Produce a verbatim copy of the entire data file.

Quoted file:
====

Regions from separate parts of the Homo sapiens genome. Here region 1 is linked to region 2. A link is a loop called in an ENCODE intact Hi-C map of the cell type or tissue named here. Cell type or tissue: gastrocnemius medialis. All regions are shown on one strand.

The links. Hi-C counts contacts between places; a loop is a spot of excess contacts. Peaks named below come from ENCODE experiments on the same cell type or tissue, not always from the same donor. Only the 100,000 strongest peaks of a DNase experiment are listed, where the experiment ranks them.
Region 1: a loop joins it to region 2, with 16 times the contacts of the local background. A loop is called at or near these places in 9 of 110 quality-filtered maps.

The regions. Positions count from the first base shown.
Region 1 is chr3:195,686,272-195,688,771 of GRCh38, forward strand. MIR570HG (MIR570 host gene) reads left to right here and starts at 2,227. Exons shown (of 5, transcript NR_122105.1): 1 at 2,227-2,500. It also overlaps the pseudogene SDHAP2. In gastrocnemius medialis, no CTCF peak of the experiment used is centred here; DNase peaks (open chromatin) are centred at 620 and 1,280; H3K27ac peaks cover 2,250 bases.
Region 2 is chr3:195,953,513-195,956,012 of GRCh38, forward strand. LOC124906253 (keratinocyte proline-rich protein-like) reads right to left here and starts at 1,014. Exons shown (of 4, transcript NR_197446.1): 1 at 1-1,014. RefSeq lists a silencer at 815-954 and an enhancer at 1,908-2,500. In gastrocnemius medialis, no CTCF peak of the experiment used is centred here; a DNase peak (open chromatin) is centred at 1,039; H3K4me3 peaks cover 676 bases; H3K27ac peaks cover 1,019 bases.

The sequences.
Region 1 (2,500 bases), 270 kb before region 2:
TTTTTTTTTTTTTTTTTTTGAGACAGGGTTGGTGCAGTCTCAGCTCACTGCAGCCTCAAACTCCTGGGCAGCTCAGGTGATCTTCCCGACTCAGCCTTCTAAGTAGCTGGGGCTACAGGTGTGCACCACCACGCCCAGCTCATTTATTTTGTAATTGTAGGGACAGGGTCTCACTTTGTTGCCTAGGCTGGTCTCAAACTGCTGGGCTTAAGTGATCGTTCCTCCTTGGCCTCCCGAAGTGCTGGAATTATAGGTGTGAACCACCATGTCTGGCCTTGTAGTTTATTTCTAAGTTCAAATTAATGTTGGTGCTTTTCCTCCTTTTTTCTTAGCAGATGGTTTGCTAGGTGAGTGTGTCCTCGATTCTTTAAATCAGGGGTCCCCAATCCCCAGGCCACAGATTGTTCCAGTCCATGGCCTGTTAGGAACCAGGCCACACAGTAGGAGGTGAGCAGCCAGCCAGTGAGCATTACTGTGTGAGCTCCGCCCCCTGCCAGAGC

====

Regions from separate parts of the Homo sapiens genome. Here region 1 is linked to region 2. A link is a loop called in an ENCODE intact Hi-C map of the cell type or tissue named here. Cell type or tissue: gastrocnemius medialis. All regions are shown on one strand.

The links. Hi-C counts contacts between places; a loop is a spot of excess contacts. Peaks named below come from ENCODE experiments on the same cell type or tissue, not always from the same donor. Only the 100,000 strongest peaks of a DNase experiment are listed, where the experiment ranks them.
Region 1: a loop joins it to region 2, with 16 times the contacts of the local background. A loop is called at or near these places in 9 of 110 quality-filtered maps.

The regions. Positions count from the first base shown.
Region 1 is chr3:195,686,272-195,688,771 of GRCh38, forward strand. MIR570HG (MIR570 host gene) reads left to right here and starts at 2,227. Exons shown (of 5, transcript NR_122105.1): 1 at 2,227-2,500. It also overlaps the pseudogene SDHAP2. In gastrocnemius medialis, no CTCF peak of the experiment used is centred here; DNase peaks (open chromatin) are centred at 620 and 1,280; H3K27ac peaks cover 2,250 bases.
Region 2 is chr3:195,953,513-195,956,012 of GRCh38, forward strand. LOC124906253 (keratinocyte proline-rich protein-like) reads right to left here and starts at 1,014. Exons shown (of 4, transcript NR_197446.1): 1 at 1-1,014. RefSeq lists a silencer at 815-954 and an enhancer at 1,908-2,500. In gastrocnemius medialis, no CTCF peak of the experiment used is centred here; a DNase peak (open chromatin) is centred at 1,039; H3K4me3 peaks cover 676 bases; H3K27ac peaks cover 1,019 bases.

The sequences.
Region 1 (2,500 bases), 270 kb before region 2:
TTTTTTTTTTTTTTTTTTTGAGACAGGGTTGGTGCAGTCTCAGCTCACTGCAGCCTCAAACTCCTGGGCAGCTCAGGTGATCTTCCCGACTCAGCCTTCTAAGTAGCTGGGGCTACAGGTGTGCACCACCACGCCCAGCTCATTTATTTTGTAATTGTAGGGACAGGGTCTCACTTTGTTGCCTAGGCTGGTCTCAAACTGCTGGGCTTAAGTGATCGTTCCTCCTTGGCCTCCCGAAGTGCTGGAATTATAGGTGTGAACCACCATGTCTGGCCTTGTAGTTTATTTCTAAGTTCAAATTAATGTTGGTGCTTTTCCTCCTTTTTTCTTAGCAGATGGTTTGCTAGGTGAGTGTGTCCTCGATTCTTTAAATCAGGGGTCCCCAATCCCCAGGCCACAGATTGTTCCAGTCCATGGCCTGTTAGGAACCAGGCCACACAGTAGGAGGTGAGCAGCCAGCCAGTGAGCATTACTGTGTGAGCTCCGCCCCCTGCCAGAGC